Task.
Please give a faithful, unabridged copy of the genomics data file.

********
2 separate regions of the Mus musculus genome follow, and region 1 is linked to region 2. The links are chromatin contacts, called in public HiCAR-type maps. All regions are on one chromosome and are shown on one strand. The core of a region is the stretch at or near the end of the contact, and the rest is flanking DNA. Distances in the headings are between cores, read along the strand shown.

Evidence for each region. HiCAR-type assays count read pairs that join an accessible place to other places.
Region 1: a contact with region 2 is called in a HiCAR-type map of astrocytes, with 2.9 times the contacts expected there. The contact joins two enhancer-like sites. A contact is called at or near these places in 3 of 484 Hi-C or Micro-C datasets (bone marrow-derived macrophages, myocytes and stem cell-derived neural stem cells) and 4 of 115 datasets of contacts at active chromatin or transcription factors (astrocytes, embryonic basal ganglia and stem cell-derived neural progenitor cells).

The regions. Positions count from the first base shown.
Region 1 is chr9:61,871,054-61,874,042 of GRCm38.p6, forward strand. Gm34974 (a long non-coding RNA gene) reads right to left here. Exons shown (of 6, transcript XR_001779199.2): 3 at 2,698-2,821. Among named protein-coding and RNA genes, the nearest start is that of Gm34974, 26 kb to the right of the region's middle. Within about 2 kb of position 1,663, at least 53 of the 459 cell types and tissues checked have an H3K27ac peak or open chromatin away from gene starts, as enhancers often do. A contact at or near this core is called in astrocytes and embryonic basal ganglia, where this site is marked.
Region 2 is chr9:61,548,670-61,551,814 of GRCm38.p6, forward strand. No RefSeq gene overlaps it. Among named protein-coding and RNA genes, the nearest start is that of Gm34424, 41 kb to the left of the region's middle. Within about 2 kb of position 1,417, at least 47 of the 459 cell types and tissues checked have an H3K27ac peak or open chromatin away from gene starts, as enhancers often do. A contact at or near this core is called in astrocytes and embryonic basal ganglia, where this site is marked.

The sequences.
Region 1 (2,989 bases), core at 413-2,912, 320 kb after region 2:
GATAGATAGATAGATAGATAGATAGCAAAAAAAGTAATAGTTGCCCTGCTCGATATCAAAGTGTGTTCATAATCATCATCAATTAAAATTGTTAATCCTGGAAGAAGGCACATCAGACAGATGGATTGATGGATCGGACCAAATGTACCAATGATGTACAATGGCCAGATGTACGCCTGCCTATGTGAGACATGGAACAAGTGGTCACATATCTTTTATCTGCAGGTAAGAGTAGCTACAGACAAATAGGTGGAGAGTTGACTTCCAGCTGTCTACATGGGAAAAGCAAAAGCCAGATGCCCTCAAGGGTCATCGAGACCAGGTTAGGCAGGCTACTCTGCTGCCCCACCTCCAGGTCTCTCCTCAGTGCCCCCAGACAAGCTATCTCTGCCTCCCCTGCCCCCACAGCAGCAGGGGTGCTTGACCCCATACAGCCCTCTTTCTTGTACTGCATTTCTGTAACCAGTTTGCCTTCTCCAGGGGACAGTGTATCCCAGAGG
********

2 separate regions of the Mus musculus genome follow, and region 1 is linked to region 2. The links are chromatin contacts, called in public HiCAR-type maps. All regions are on one chromosome and are shown on one strand. The core of a region is the stretch at or near the end of the contact, and the rest is flanking DNA. Distances in the headings are between cores, read along the strand shown.

Evidence for each region. HiCAR-type assays count read pairs that join an accessible place to other places.
Region 1: a contact with region 2 is called in a HiCAR-type map of astrocytes, with 2.9 times the contacts expected there. The contact joins two enhancer-like sites. A contact is called at or near these places in 3 of 484 Hi-C or Micro-C datasets (bone marrow-derived macrophages, myocytes and stem cell-derived neural stem cells) and 4 of 115 datasets of contacts at active chromatin or transcription factors (astrocytes, embryonic basal ganglia and stem cell-derived neural progenitor cells).

The regions. Positions count from the first base shown.
Region 1 is chr9:61,871,054-61,874,042 of GRCm38.p6, forward strand. Gm34974 (a long non-coding RNA gene) reads right to left here. Exons shown (of 6, transcript XR_001779199.2): 3 at 2,698-2,821. Among named protein-coding and RNA genes, the nearest start is that of Gm34974, 26 kb to the right of the region's middle. Within about 2 kb of position 1,663, at least 53 of the 459 cell types and tissues checked have an H3K27ac peak or open chromatin away from gene starts, as enhancers often do. A contact at or near this core is called in astrocytes and embryonic basal ganglia, where this site is marked.
Region 2 is chr9:61,548,670-61,551,814 of GRCm38.p6, forward strand. No RefSeq gene overlaps it. Among named protein-coding and RNA genes, the nearest start is that of Gm34424, 41 kb to the left of the region's middle. Within about 2 kb of position 1,417, at least 47 of the 459 cell types and tissues checked have an H3K27ac peak or open chromatin away from gene starts, as enhancers often do. A contact at or near this core is called in astrocytes and embryonic basal ganglia, where this site is marked.

The sequences.
Region 1 (2,989 bases), core at 413-2,912, 320 kb after region 2:
GATAGATAGATAGATAGATAGATAGCAAAAAAAGTAATAGTTGCCCTGCTCGATATCAAAGTGTGTTCATAATCATCATCAATTAAAATTGTTAATCCTGGAAGAAGGCACATCAGACAGATGGATTGATGGATCGGACCAAATGTACCAATGATGTACAATGGCCAGATGTACGCCTGCCTATGTGAGACATGGAACAAGTGGTCACATATCTTTTATCTGCAGGTAAGAGTAGCTACAGACAAATAGGTGGAGAGTTGACTTCCAGCTGTCTACATGGGAAAAGCAAAAGCCAGATGCCCTCAAGGGTCATCGAGACCAGGTTAGGCAGGCTACTCTGCTGCCCCACCTCCAGGTCTCTCCTCAGTGCCCCCAGACAAGCTATCTCTGCCTCCCCTGCCCCCACAGCAGCAGGGGTGCTTGACCCCATACAGCCCTCTTTCTTGTACTGCATTTCTGTAACCAGTTTGCCTTCTCCAGGGGACAGTGTATCCCAGAGG